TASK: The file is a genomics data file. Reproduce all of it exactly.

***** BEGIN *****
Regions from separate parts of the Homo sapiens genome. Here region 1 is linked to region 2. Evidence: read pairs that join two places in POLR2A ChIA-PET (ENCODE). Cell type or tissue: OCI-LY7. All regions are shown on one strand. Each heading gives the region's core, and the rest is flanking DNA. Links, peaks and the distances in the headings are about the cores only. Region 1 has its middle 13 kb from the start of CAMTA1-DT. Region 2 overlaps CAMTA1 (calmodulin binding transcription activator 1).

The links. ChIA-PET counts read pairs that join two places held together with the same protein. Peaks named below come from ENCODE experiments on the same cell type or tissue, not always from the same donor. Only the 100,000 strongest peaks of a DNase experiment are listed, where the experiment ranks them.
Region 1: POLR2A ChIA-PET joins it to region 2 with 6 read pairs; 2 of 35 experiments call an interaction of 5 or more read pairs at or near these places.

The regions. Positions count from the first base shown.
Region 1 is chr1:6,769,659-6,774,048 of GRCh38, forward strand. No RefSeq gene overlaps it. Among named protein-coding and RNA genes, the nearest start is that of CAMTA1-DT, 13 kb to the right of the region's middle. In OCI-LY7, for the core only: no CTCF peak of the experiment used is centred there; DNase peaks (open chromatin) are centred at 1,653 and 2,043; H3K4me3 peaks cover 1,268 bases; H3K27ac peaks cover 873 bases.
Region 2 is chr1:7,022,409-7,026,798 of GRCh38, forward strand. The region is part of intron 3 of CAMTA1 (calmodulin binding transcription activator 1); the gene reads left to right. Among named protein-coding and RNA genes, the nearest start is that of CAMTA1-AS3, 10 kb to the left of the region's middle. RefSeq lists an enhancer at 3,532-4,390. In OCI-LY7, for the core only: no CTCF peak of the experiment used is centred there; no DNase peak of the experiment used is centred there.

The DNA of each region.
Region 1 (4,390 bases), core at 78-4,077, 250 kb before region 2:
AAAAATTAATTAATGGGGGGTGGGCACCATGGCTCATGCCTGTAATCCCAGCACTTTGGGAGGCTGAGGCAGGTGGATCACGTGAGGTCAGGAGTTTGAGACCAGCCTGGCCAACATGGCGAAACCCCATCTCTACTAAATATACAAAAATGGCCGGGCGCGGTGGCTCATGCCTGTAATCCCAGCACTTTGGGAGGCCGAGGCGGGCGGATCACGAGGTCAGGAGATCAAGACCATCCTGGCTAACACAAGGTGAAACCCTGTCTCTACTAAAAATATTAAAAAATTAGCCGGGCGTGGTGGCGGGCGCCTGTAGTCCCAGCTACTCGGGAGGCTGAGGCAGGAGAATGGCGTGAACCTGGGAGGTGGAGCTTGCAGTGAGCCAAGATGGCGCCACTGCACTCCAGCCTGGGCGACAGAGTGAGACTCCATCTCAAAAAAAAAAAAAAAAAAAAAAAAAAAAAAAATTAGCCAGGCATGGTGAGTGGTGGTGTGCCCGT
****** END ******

Regions from separate parts of the Homo sapiens genome. Here region 1 is linked to region 2. Evidence: read pairs that join two places in POLR2A ChIA-PET (ENCODE). Cell type or tissue: OCI-LY7. All regions are shown on one strand. Each heading gives the region's core, and the rest is flanking DNA. Links, peaks and the distances in the headings are about the cores only. Region 1 has its middle 13 kb from the start of CAMTA1-DT. Region 2 overlaps CAMTA1 (calmodulin binding transcription activator 1).

The links. ChIA-PET counts read pairs that join two places held together with the same protein. Peaks named below come from ENCODE experiments on the same cell type or tissue, not always from the same donor. Only the 100,000 strongest peaks of a DNase experiment are listed, where the experiment ranks them.
Region 1: POLR2A ChIA-PET joins it to region 2 with 6 read pairs; 2 of 35 experiments call an interaction of 5 or more read pairs at or near these places.

The regions. Positions count from the first base shown.
Region 1 is chr1:6,769,659-6,774,048 of GRCh38, forward strand. No RefSeq gene overlaps it. Among named protein-coding and RNA genes, the nearest start is that of CAMTA1-DT, 13 kb to the right of the region's middle. In OCI-LY7, for the core only: no CTCF peak of the experiment used is centred there; DNase peaks (open chromatin) are centred at 1,653 and 2,043; H3K4me3 peaks cover 1,268 bases; H3K27ac peaks cover 873 bases.
Region 2 is chr1:7,022,409-7,026,798 of GRCh38, forward strand. The region is part of intron 3 of CAMTA1 (calmodulin binding transcription activator 1); the gene reads left to right. Among named protein-coding and RNA genes, the nearest start is that of CAMTA1-AS3, 10 kb to the left of the region's middle. RefSeq lists an enhancer at 3,532-4,390. In OCI-LY7, for the core only: no CTCF peak of the experiment used is centred there; no DNase peak of the experiment used is centred there.

The DNA of each region.
Region 1 (4,390 bases), core at 78-4,077, 250 kb before region 2:
AAAAATTAATTAATGGGGGGTGGGCACCATGGCTCATGCCTGTAATCCCAGCACTTTGGGAGGCTGAGGCAGGTGGATCACGTGAGGTCAGGAGTTTGAGACCAGCCTGGCCAACATGGCGAAACCCCATCTCTACTAAATATACAAAAATGGCCGGGCGCGGTGGCTCATGCCTGTAATCCCAGCACTTTGGGAGGCCGAGGCGGGCGGATCACGAGGTCAGGAGATCAAGACCATCCTGGCTAACACAAGGTGAAACCCTGTCTCTACTAAAAATATTAAAAAATTAGCCGGGCGTGGTGGCGGGCGCCTGTAGTCCCAGCTACTCGGGAGGCTGAGGCAGGAGAATGGCGTGAACCTGGGAGGTGGAGCTTGCAGTGAGCCAAGATGGCGCCACTGCACTCCAGCCTGGGCGACAGAGTGAGACTCCATCTCAAAAAAAAAAAAAAAAAAAAAAAAAAAAAAAATTAGCCAGGCATGGTGAGTGGTGGTGTGCCCGT